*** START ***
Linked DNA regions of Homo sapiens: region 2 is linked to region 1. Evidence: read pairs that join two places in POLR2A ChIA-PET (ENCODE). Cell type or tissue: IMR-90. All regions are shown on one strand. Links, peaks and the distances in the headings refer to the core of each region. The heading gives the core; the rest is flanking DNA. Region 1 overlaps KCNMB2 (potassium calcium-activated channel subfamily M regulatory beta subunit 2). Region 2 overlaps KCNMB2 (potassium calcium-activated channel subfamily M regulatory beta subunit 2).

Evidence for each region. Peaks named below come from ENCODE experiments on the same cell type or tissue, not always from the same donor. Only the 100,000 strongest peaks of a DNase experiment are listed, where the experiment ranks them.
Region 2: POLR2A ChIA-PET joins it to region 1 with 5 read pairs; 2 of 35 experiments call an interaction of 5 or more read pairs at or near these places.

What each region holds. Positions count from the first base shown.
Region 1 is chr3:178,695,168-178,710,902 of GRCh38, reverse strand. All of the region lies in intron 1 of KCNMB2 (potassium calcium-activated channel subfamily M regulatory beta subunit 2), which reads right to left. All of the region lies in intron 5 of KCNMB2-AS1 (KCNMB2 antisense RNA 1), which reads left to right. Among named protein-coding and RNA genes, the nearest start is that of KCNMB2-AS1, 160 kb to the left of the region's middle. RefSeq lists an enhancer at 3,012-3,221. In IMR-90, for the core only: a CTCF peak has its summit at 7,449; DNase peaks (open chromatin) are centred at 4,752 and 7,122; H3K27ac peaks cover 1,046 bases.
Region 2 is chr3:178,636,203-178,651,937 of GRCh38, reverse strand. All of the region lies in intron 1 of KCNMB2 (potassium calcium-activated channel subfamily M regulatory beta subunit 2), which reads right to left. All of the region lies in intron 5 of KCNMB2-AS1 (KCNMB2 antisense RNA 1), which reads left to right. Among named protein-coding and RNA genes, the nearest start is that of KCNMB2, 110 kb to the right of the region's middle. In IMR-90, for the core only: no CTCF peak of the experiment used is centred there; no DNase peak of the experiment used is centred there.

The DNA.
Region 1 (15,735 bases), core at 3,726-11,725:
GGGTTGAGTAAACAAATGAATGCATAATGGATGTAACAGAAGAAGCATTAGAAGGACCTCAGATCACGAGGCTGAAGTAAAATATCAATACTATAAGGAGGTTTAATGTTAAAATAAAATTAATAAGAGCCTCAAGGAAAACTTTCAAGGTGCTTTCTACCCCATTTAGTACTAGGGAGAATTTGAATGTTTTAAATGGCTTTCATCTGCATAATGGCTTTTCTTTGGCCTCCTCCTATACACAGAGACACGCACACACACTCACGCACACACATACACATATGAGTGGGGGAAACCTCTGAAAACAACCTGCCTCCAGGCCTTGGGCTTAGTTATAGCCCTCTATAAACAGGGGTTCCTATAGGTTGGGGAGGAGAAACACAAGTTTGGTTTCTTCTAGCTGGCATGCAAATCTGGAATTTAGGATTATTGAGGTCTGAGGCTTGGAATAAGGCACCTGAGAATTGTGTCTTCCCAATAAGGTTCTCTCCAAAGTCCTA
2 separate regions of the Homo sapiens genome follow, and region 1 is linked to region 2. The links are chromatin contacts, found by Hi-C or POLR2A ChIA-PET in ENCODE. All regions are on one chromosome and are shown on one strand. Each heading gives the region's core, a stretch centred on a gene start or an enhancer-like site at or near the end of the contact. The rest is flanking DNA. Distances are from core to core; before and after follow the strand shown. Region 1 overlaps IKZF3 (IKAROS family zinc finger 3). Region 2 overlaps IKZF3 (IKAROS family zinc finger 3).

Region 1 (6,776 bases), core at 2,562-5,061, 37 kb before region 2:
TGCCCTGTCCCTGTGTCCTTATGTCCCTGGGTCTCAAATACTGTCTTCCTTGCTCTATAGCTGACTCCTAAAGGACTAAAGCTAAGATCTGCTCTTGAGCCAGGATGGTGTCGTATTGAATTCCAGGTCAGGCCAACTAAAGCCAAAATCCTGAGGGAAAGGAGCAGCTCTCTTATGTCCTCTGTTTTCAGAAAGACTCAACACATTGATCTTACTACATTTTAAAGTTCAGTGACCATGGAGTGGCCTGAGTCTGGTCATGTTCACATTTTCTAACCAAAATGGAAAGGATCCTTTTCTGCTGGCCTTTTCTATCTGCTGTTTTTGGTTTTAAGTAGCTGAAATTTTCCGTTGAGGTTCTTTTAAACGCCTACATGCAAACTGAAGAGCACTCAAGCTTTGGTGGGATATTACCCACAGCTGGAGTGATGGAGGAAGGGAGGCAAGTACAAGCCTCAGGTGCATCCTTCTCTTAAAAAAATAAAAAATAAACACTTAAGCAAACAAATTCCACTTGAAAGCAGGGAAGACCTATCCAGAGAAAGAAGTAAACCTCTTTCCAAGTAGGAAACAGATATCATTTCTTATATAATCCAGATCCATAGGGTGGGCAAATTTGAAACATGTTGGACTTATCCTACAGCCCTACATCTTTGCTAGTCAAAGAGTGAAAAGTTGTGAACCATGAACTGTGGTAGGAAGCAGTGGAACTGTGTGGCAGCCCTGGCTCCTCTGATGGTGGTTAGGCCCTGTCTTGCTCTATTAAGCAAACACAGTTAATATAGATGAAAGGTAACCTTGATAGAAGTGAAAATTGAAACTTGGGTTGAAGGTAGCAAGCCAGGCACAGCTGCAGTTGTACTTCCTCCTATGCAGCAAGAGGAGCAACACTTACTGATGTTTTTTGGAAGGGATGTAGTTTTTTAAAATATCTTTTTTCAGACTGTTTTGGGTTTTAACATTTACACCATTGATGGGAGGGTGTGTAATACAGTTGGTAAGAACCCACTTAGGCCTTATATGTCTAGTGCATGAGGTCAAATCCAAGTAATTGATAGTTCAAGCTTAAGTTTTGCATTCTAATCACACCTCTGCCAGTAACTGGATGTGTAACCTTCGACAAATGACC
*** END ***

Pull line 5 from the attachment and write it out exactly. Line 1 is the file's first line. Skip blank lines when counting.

Region 1 is chr3:178,695,168-178,710,902 of GRCh38, reverse strand. All of the region lies in intron 1 of KCNMB2 (potassium calcium-activated channel subfamily M regulatory beta subunit 2), which reads right to left. All of the region lies in intron 5 of KCNMB2-AS1 (KCNMB2 antisense RNA 1), which reads left to right. Among named protein-coding and RNA genes, the nearest start is that of KCNMB2-AS1, 160 kb to the left of the region's middle. RefSeq lists an enhancer at 3,012-3,221. In IMR-90, for the core only: a CTCF peak has its summit at 7,449; DNase peaks (open chromatin) are centred at 4,752 and 7,122; H3K27ac peaks cover 1,046 bases.